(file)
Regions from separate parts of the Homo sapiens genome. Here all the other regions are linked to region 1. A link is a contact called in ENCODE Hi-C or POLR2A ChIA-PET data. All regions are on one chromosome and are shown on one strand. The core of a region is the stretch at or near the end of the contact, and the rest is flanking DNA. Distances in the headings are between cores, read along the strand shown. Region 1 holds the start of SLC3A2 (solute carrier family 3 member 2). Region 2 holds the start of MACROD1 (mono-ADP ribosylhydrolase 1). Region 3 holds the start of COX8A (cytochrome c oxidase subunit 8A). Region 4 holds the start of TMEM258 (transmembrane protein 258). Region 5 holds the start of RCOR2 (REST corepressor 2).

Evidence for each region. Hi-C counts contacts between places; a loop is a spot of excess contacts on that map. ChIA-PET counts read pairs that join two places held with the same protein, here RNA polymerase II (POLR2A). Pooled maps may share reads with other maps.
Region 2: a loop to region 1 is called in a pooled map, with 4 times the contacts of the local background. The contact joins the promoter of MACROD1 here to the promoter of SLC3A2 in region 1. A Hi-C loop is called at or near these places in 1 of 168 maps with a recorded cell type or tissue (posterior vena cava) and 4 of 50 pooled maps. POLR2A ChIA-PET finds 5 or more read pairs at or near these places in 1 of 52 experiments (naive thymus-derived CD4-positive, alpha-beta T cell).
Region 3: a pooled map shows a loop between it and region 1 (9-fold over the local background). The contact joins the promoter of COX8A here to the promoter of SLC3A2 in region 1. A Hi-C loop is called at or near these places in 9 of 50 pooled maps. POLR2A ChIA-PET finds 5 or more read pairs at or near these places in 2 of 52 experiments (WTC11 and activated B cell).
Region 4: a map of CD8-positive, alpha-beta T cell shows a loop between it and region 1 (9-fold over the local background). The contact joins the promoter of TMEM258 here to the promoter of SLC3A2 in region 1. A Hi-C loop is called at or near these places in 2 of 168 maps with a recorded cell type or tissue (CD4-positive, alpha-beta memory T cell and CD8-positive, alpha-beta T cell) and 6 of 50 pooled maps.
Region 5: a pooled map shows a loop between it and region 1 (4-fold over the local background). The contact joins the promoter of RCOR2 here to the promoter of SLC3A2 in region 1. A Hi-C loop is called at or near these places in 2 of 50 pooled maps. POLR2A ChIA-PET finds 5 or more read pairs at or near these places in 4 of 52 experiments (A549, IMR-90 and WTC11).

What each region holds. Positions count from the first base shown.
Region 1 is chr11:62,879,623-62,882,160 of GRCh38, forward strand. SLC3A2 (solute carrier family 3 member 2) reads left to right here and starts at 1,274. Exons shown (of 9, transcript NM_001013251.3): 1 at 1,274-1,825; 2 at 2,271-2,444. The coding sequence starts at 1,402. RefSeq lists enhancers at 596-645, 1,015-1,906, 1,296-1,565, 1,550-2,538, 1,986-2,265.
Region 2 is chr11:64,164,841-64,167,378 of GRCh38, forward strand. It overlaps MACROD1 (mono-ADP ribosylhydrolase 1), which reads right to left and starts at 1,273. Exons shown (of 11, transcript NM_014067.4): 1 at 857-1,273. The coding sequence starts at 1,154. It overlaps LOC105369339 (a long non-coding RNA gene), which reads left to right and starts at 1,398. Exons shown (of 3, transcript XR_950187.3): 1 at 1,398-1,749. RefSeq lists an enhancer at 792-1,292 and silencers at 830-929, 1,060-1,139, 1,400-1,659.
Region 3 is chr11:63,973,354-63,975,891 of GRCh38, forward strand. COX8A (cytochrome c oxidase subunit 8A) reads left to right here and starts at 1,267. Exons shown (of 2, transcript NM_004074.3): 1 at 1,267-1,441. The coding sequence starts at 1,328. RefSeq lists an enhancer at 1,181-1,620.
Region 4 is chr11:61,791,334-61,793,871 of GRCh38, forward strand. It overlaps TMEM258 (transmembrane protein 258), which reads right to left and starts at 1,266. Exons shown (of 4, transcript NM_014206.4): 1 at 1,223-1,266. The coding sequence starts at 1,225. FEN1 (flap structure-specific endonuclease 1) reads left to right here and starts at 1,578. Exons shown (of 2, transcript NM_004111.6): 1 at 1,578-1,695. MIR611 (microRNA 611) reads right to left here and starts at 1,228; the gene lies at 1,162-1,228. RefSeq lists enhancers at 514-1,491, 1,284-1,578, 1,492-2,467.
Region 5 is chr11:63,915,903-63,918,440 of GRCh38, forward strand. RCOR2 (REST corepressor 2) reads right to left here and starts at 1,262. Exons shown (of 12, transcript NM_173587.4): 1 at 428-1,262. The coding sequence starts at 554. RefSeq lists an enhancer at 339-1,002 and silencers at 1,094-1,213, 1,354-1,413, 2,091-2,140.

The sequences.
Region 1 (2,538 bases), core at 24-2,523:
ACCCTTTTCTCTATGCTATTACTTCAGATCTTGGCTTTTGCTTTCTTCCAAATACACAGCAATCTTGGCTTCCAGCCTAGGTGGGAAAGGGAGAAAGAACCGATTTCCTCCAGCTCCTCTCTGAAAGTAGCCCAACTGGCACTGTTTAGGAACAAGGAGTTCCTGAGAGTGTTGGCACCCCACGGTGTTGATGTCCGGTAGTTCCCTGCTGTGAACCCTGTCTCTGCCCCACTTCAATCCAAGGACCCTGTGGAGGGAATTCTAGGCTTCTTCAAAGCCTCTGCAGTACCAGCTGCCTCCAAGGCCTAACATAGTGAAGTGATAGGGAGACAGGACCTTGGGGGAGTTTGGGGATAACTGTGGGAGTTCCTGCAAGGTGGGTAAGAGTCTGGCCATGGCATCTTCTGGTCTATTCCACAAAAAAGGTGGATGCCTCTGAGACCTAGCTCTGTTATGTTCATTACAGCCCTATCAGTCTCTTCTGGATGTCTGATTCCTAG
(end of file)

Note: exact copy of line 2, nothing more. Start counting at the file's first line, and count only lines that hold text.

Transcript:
Evidence for each region. Hi-C counts contacts between places; a loop is a spot of excess contacts on that map. ChIA-PET counts read pairs that join two places held with the same protein, here RNA polymerase II (POLR2A). Pooled maps may share reads with other maps.